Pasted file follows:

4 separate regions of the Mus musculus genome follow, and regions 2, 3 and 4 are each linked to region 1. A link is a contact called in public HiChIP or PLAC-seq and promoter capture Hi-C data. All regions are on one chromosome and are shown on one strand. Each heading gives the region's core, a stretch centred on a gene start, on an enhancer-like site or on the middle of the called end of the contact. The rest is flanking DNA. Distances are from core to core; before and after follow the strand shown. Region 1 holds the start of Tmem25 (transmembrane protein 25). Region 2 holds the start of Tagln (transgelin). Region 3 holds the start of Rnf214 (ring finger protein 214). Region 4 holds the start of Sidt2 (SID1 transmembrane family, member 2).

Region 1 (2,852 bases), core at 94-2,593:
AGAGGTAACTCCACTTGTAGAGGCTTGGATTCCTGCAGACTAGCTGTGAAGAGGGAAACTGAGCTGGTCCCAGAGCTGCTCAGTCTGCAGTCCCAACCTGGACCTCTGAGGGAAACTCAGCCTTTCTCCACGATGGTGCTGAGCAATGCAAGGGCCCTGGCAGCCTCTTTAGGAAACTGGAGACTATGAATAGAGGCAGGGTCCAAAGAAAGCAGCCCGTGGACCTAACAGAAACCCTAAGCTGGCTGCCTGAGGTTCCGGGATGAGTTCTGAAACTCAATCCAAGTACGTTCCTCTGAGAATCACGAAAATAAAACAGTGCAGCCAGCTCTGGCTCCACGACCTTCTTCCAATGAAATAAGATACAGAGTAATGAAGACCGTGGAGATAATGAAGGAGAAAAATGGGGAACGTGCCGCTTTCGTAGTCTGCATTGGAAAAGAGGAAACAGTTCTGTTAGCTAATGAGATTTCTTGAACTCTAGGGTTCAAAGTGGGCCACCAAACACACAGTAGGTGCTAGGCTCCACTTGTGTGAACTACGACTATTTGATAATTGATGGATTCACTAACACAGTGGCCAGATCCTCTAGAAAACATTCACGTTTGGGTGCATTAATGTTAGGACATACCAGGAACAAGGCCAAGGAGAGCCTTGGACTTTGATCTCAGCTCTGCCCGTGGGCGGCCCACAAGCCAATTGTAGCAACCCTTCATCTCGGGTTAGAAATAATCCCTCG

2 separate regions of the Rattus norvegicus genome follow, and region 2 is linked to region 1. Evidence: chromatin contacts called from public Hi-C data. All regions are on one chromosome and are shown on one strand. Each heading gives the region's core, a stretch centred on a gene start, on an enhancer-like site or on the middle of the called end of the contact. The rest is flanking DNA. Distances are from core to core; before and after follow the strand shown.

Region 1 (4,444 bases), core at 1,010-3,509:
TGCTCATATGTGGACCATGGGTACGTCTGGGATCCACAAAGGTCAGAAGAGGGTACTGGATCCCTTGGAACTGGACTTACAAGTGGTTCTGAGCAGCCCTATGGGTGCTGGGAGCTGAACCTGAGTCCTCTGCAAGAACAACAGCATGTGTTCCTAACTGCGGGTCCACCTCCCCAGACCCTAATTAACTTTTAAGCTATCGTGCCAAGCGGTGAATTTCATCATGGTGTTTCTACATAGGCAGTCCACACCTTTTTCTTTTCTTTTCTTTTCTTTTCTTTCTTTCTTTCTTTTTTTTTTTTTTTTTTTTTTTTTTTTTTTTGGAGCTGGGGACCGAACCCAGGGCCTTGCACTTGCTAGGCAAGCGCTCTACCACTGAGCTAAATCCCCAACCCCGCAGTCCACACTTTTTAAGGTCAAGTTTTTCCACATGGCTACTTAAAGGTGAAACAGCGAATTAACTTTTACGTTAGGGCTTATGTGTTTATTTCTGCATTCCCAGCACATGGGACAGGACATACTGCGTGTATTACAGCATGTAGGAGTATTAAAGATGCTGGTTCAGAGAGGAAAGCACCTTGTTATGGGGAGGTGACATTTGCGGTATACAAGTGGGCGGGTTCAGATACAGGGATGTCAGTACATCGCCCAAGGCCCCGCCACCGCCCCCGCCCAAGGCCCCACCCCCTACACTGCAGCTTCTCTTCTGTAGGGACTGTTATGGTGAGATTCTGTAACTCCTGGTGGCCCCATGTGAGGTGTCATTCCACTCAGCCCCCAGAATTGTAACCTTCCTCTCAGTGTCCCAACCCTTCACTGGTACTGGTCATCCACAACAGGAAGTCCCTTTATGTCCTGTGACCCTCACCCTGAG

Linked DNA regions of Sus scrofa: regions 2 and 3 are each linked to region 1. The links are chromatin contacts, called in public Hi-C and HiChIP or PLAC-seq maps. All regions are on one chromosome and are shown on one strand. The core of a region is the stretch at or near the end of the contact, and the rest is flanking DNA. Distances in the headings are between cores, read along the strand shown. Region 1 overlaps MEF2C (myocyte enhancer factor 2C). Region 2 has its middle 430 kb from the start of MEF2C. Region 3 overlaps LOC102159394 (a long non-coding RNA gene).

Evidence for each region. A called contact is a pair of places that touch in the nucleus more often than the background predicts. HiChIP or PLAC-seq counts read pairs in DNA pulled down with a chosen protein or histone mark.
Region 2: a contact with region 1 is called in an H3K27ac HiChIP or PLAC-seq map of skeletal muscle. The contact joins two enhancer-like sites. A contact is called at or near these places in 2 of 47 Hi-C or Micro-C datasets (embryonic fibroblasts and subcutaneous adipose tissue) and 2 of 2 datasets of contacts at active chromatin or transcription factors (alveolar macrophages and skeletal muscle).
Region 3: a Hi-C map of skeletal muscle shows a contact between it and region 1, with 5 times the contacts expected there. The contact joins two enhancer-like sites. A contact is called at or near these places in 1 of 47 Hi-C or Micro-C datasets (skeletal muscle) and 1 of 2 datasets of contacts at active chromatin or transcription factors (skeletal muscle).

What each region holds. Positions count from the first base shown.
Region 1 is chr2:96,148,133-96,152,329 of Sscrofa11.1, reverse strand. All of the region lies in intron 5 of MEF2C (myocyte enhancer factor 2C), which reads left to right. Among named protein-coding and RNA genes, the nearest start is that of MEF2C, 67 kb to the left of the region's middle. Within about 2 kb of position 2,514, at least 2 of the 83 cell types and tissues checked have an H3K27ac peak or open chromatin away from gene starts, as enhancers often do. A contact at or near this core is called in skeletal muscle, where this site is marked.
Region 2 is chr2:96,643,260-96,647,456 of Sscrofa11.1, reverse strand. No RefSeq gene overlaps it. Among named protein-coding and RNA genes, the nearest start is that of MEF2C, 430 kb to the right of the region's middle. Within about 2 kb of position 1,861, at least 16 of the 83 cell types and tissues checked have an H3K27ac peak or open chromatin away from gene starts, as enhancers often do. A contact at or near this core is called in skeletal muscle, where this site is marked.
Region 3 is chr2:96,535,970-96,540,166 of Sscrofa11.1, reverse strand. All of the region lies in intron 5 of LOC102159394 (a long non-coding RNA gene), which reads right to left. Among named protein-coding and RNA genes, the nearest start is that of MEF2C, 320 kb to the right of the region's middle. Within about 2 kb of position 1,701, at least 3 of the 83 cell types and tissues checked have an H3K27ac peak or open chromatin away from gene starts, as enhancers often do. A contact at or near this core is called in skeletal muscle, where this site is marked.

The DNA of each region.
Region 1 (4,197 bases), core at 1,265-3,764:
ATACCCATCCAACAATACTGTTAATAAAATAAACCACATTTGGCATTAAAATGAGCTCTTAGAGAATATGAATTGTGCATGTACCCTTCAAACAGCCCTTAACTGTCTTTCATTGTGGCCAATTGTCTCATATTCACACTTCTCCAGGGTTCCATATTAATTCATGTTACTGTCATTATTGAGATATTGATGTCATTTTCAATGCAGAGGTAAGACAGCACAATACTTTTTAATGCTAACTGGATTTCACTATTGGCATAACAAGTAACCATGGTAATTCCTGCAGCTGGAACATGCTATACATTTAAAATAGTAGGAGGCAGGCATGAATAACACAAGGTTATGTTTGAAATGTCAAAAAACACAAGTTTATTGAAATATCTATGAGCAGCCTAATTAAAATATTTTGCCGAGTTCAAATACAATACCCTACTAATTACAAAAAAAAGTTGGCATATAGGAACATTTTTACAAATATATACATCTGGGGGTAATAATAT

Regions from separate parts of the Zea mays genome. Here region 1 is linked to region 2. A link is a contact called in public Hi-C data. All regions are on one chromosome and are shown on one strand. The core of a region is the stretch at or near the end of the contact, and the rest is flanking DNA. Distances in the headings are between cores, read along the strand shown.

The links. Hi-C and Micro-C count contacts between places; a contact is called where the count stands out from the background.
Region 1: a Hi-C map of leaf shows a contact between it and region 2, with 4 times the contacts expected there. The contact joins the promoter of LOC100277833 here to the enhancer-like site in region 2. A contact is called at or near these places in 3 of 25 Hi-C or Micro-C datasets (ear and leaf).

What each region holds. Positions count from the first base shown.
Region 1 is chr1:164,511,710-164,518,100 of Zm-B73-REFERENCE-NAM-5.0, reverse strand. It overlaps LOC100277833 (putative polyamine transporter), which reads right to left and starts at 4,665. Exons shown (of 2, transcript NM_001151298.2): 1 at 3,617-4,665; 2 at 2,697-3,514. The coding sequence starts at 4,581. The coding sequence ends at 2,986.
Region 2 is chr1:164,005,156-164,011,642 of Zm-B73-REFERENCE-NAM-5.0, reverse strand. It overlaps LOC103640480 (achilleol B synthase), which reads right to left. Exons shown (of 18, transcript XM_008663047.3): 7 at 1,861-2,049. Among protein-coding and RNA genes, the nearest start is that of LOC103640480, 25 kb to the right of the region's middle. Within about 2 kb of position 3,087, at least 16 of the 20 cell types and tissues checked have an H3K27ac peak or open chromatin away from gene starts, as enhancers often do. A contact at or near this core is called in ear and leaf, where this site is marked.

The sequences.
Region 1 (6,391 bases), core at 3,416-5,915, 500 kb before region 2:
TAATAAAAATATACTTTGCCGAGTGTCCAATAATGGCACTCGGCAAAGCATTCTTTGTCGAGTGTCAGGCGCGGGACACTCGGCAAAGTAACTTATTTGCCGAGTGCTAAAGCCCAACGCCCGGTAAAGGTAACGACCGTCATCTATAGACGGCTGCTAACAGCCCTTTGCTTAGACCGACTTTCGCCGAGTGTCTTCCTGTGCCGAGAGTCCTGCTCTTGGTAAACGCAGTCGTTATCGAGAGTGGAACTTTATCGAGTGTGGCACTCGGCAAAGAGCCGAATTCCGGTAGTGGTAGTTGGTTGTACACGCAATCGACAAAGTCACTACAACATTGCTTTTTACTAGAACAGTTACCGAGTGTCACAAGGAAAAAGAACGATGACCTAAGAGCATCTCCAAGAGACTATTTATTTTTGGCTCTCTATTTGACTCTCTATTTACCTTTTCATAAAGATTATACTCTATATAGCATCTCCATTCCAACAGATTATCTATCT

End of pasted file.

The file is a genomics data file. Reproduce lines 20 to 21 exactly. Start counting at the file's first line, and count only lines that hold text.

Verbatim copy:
Region 1: a Hi-C map of leaf shows a contact between it and region 2, with 4 times the contacts expected there. The contact joins the promoter of LOC100277833 here to the enhancer-like site in region 2. A contact is called at or near these places in 3 of 25 Hi-C or Micro-C datasets (ear and leaf).

What each region holds. Positions count from the first base shown.